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Dori: We are beginning to take back the Seattle region

Ballard residents hold signs that read "Listen to us!" during a town hall meeting April 2. (Hanna Scott/KIRO Radio)
LISTEN: Dori: We are taking back the region

The revolution has begun. The pendulum is swinging back.

RELATED: Seattle head tax will fund labor unions, drug addicts

The further left we got, the more out-of-control this region got. And it’s a natural extension of things, because eventually you run out of money. And when you seek money for the sake of expanding government instead of for the sake of helping human lives, you run into the problems we have in this region — you have the sad plight of homeless people everywhere who do not want help.

You try to offer them all the services you can, but all you get in return is car prowls, home invasions, and addicts shooting up on the street. And it all came to a head last night at a Ballard town hall meeting.

This was quite the scene. People turned out en masse, including many of our listeners. I don’t know that I have seen a more out-of-touch politician than Councilmember Mike O’Brien in my life;  there is a strong movement to recall him. He was smarmy, he was full of lies, and he was actually laughing at people when they were presenting legitimate problems and complaints. Mike O’Brien arrogantly stood in front of the crowd and said to “call 911” if we witness a crime. But we all know what happens if we call 911 — absolutely nothing. Because this is the city’s response to crime.

The reason this is an epidemic is not a lack of your tax dollars. It is because we have extreme leftists who have decided they want Puget Sound to be the drug capital of the United States. They have decriminalized drug use and, of course, the result is that we are attracting heroin addicts from all around the country. And sadly, when we do the homeless sweeps, the addicts don’t want to go into treatment.  So, what do we do? We tell them, “We’ll give you a roof over your head anyway, and we will let you smoke crack in taxpayer-funded little houses.”

This is not a solvable problem as long as we have politicians like Mike O’Brien, Kshama Sawant, Debora Juarez, Rob Johnson. And Jenny Durkan, who remains MIA on all of this and won’t answer anything.

Something has happened in the last 24 hours. It is normal people who are taking the lead on this. My heart is bursting out of my chest. I can’t remember the last time I felt so proud in a 24-hour period.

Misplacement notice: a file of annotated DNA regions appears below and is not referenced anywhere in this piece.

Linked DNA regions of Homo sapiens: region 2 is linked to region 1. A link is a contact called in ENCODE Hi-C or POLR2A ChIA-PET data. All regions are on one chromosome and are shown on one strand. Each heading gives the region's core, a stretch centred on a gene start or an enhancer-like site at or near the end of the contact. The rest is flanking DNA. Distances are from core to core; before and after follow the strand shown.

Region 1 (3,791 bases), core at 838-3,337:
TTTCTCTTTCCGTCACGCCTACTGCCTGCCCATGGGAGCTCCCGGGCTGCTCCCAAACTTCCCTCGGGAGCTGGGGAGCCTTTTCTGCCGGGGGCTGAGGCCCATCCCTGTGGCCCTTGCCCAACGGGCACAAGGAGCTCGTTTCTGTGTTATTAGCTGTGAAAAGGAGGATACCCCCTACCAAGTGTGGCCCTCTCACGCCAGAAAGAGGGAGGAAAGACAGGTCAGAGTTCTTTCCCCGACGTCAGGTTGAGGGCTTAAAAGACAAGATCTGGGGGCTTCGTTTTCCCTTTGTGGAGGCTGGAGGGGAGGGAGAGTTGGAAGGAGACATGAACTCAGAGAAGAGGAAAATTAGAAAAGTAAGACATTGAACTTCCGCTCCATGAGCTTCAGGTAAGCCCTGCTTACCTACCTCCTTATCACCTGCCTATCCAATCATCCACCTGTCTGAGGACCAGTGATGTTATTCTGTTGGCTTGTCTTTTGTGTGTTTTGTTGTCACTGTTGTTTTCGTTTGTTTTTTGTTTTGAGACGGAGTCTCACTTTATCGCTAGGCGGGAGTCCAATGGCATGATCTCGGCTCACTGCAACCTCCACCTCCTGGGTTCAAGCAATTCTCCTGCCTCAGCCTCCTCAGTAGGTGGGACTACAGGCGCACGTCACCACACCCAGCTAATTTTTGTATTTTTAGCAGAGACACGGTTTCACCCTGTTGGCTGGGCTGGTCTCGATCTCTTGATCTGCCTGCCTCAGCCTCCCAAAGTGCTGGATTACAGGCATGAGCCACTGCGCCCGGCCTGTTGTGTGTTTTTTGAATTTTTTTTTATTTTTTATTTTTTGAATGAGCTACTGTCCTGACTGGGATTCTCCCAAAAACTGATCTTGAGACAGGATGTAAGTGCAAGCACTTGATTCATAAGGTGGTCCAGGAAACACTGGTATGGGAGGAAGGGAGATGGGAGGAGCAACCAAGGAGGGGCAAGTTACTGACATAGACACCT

Ballard resident tells what happened at town hall

Ballard resident Erika Nagy, who has previously spoken to our show about her efforts to hold Mike O’Brien accountable, told us that last night’s meeting was “a turning point.”

“People have been afraid to speak their minds because immediately you’re called a NIMBY, you’re called racist … a lot of folks are afraid to have different opinions because, literally, you’re dealing with insanity,” Nagy said.

These accusations of name-calling have been backed up by other Seattle residents; Seattle Times contributor Alex Berezow told us on Monday that he was compared to the Nazis by Councilmember Debora Juarez for suggesting that drug addicts be forced into treatment facilities. One person at Wednesday night’s town hall even called Amazon ISIS.

Although yesterday’s meeting was originally planned as a town hall, shortly before the scheduled date, attendees were told that O’Brien would be giving a talk without open dialogue instead.

“Frankly, he wanted it to be a PowerPoint presentation about all these lovely things that they’re doing — which, in fact, are not happening,” Nagy said.

Shortly into the meeting, however, the crowd became so vocal that O’Brien was forced to engage with constituents, according to Nagy.

The additional $75 million that the city is asking for in its business head tax to fight homelessness is “a complete sham,” Nagy said. She pointed out that no one from the city has been clear about who will receive the funds, or what has been done with money already collected. As we know, Seattle currently spends more money per homeless person than any other American city.

“The resources are not going to the people who actually need it,” Nagy said. “The resources are going to fund the poverty pimps like SHARE (Seattle Housing and Resource Effort) and all those other outfits that are lining their pockets.”

Nagy compared O’Brien to a CEO reporting at a board meeting that his company is bringing in no money, but asking for more chances.

“None of this works in real life, but somehow, we as taxpayers are supposed to think this is normal,” she said.

Still, the strength of the crowd at last night’s groundbreaking town hall has Nagy feeling positive about the coming days.

“People are waking up … and we are not going to tolerate it,” she said.

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